One of the great mysteries of God is the way in which He uses the bitter experiences of life to bring sweetness to our soul.  And it is likewise awe inspiring to observe how God can take something born of tragedy and nurture it into becoming a life sustaining blessing.

This year marks the 130 year anniversary of the writing of the great hymn “Tis so sweet to trust in Jesus.”  Just imagine the impact these hope-filled lyrics have had as a lifeline in troubled times to countless individuals and gatherings spanning three centuries.

The story behind this hymn has been well documented.  Louisa M. R. Stead found great comfort in penning these words in 1882 as she was coping with her grief over the tragic death of her husband.  She had the misfortune of watching helplessly from shore with her young daughter as her husband perished with a drowning child he was seeking to save.  What could be more bitter, than losing a loved one in the prime of life, in a seemingly senseless tragedy, in what could have and should have had a happy ending?

And yet, God, in His infinite wisdom turned Louisa’s bitterness of soul into a sweet trust in Jesus that led to the writing of her hymn.  And amazingly the hymn has far outlived Louisa, ministering to each succeeding generation that same sweet trust to all those who sing it from the depths of their own bitterness of soul.

Four years ago when I sat at my father’s bedside as he passed peacefully from this life to the next I was overwhelmed by the savor of resurrection power and sweetness of Spirit in the room.  I had just recited the Twenty-Third Psalm concluding with the immortal words “and I shall dwell in the house of the Lord forever.”  As I marveled that the sting and bitterness of death were strangely absent, I suddenly sensed the palpable presence of Jesus.  That experience left an imprint of eternity upon my soul and I will never again sing Louisa’s words without feeling their transcendent power to make every bitter thing sweet.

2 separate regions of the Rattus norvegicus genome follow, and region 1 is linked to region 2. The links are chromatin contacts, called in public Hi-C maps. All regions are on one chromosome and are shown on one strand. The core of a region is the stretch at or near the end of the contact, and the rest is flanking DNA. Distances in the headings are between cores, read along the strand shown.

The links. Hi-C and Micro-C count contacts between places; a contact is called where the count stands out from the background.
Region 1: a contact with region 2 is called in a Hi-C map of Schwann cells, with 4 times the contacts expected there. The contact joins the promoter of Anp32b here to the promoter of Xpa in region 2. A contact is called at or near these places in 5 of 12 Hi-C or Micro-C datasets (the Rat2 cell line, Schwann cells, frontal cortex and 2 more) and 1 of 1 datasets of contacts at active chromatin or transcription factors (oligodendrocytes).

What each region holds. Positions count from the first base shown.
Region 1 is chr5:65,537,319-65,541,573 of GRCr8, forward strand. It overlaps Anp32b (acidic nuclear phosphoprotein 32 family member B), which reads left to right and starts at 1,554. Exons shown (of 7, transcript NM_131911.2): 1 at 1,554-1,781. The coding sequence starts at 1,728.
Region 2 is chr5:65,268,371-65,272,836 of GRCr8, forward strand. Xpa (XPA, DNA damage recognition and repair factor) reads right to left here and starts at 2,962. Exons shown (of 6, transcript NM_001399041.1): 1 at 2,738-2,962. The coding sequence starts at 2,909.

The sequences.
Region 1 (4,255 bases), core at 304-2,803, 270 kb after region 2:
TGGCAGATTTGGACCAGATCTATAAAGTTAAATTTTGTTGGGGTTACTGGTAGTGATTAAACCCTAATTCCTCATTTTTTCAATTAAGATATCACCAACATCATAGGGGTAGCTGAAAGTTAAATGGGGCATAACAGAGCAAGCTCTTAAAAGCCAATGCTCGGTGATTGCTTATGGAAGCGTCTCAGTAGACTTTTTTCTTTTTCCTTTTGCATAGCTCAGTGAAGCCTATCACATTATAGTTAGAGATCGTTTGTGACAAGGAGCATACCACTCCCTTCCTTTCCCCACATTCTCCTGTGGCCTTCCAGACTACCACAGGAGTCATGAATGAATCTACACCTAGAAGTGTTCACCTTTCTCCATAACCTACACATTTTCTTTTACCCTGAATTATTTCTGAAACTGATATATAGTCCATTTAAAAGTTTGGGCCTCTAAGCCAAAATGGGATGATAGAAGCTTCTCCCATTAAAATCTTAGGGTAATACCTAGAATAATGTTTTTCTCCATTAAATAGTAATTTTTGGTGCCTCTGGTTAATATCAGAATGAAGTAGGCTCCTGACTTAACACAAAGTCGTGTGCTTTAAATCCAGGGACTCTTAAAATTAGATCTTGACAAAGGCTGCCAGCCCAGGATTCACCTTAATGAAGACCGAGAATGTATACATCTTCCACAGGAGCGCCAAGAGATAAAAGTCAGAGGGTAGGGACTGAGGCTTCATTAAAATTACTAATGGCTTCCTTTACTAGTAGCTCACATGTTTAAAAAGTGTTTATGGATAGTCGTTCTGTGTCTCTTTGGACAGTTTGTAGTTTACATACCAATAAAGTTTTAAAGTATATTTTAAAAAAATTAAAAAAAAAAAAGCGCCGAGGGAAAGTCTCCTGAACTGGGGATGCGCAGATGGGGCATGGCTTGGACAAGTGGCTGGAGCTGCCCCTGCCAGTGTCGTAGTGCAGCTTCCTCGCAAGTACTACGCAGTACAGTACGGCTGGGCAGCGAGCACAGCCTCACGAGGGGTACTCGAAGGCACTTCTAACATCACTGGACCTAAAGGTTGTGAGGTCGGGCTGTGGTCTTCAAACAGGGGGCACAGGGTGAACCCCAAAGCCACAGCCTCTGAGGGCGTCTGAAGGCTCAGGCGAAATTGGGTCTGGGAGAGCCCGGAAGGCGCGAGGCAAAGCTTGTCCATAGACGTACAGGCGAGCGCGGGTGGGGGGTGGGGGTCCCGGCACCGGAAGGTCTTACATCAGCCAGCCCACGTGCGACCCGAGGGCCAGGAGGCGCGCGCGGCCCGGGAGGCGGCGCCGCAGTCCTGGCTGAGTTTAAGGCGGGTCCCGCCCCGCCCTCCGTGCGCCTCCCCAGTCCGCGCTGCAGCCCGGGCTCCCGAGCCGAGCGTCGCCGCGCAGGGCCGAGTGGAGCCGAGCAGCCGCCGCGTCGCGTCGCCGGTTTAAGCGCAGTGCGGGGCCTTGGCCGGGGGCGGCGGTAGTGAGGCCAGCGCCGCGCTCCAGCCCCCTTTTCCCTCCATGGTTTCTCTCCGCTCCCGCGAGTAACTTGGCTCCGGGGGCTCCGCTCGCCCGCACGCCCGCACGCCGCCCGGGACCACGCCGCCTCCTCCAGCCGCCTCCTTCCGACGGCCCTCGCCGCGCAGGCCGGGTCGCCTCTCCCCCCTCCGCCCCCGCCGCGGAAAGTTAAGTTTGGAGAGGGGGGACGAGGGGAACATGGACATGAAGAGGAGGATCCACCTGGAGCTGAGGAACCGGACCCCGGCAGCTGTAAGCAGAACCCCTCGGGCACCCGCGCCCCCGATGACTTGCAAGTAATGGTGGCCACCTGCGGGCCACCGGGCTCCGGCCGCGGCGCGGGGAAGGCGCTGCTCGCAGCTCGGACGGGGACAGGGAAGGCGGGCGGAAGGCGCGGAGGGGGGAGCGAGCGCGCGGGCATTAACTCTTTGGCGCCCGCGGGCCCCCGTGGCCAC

“Tis so sweet to trust in Jesus . . .  I’m so glad I learned to trust Thee, Precious Jesus, Savior, Friend; And I know that Thou art with me, Wilt be with me to the end.”

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2 thoughts on “Tis so sweet to trust in Jesus”

  1. Terrific news about your clean bill of health. Praise the Lord, indeed! This is such a poignant entry to have read as this is a week in which I am praying and fasting as I seek the Lord about future plans and directions. It is such a difficult thing to receive the grace to trust in the mighty hand of God and see how He directs our path and continually shows His faithfulness in our lives. It is a daily struggle to remind myself to praise the Lord for His goodness and not dwell on fear, worry or negativity. So often I’d like to drop the stone and lat the snake wiggle out of my grasp because of my impatience. After reading your blog I looked up Louisa’s song to listen as I started my time of prayer today. Thanks for sharing your faith walk. It always encourages me!

  2. Thank you for your feedback and encouraging words. It has been said that persistance is a mark of the young but patience comes with age. The writer of the Hebrews tells us that it is through faith AND PATIENCE that we inherit the promises of God. Sometimes patience like success is a result of just holding on, lasting and not letting go. Praying that your stone will soon manifest itself as what it really is . . . the bread of life.